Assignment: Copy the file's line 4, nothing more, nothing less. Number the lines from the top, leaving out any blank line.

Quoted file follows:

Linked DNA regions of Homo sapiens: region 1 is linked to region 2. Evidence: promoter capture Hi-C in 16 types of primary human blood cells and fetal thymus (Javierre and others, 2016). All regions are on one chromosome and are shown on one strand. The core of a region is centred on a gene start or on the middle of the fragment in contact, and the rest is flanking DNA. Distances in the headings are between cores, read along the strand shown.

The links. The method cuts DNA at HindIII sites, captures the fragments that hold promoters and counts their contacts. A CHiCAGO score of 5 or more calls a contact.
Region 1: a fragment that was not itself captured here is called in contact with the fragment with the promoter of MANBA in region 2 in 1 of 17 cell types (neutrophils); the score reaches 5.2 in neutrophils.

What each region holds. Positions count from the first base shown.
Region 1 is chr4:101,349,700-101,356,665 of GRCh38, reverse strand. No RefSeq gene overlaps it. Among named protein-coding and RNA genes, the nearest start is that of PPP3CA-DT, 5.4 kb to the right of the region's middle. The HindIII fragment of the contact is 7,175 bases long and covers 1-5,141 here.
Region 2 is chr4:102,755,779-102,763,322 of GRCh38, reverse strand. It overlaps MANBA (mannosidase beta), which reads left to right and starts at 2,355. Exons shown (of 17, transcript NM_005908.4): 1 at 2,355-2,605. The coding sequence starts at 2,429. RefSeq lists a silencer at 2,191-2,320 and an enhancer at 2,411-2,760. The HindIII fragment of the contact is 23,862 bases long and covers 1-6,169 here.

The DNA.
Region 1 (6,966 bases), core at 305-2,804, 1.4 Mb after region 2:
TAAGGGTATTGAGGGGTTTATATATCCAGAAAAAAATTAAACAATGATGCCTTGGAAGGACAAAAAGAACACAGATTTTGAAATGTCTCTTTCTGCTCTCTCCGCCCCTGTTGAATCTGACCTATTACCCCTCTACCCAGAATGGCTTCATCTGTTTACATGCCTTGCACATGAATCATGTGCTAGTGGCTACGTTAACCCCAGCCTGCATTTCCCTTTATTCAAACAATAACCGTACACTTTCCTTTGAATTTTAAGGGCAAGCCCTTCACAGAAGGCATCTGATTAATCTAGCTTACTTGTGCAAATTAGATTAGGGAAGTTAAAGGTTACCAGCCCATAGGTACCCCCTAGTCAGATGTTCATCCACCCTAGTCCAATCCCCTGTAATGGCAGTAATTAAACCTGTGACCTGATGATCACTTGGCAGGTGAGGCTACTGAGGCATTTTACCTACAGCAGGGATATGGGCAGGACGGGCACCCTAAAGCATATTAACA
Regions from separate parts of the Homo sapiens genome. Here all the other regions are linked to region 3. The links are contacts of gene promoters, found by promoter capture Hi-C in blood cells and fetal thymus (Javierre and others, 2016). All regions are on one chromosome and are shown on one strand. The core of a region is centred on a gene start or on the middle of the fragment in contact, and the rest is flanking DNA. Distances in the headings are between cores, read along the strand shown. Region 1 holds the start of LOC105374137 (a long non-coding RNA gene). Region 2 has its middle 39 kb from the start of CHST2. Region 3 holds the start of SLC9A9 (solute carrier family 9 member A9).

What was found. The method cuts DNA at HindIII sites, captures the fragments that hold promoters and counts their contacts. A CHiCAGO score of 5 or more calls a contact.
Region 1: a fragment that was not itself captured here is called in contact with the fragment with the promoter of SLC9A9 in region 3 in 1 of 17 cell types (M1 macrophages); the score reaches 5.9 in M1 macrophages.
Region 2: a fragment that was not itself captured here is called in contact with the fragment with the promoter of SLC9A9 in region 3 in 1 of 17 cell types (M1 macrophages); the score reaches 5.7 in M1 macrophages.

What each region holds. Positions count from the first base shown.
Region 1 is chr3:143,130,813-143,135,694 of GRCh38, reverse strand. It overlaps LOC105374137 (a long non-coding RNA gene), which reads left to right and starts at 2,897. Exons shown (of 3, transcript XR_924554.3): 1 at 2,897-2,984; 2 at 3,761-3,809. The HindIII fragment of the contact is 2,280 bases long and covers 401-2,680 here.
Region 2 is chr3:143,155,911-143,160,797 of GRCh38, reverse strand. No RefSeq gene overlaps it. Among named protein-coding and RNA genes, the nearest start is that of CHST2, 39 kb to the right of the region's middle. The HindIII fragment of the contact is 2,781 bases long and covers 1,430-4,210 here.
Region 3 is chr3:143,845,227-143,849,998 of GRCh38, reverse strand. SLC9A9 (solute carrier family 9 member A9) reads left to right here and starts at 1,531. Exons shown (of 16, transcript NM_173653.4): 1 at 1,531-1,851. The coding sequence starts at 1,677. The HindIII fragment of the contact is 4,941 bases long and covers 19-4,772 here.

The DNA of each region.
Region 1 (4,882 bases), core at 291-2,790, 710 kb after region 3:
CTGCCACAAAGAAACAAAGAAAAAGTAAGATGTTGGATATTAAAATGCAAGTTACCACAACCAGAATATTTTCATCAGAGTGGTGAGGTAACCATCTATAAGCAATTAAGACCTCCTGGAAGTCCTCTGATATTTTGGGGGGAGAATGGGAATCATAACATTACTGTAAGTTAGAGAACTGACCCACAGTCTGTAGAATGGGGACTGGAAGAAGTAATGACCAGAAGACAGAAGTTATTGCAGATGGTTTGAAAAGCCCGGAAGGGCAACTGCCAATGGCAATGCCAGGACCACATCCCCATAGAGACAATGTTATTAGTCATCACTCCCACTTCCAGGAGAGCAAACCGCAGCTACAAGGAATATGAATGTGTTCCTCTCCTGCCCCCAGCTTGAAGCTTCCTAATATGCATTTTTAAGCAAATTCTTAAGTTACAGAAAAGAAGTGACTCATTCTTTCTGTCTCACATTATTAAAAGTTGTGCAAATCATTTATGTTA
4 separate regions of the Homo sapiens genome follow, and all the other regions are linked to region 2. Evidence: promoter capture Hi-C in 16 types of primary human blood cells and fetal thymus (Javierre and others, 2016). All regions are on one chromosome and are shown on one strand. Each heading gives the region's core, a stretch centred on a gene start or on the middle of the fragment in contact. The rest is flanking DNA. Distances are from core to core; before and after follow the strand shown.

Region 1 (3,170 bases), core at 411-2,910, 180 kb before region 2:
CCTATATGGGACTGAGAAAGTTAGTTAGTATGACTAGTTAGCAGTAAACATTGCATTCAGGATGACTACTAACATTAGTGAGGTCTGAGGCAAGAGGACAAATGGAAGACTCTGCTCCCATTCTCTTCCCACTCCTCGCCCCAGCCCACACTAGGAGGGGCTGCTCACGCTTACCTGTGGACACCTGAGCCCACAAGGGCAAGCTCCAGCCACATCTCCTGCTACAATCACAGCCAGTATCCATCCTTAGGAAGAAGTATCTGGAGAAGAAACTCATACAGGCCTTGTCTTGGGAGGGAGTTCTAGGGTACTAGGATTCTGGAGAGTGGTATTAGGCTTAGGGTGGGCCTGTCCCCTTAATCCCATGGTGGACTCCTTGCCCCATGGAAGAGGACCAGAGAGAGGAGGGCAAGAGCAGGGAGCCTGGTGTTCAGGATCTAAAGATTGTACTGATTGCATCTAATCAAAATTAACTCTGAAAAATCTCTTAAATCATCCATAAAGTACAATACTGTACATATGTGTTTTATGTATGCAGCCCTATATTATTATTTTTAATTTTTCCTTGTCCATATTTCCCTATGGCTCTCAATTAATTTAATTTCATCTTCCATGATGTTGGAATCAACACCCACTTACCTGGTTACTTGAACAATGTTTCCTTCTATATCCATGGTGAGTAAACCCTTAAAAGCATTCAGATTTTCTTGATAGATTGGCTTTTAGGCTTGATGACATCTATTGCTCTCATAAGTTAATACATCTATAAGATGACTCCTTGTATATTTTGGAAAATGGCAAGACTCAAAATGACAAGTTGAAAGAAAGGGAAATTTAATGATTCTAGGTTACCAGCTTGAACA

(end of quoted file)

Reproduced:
What each region holds. Positions count from the first base shown.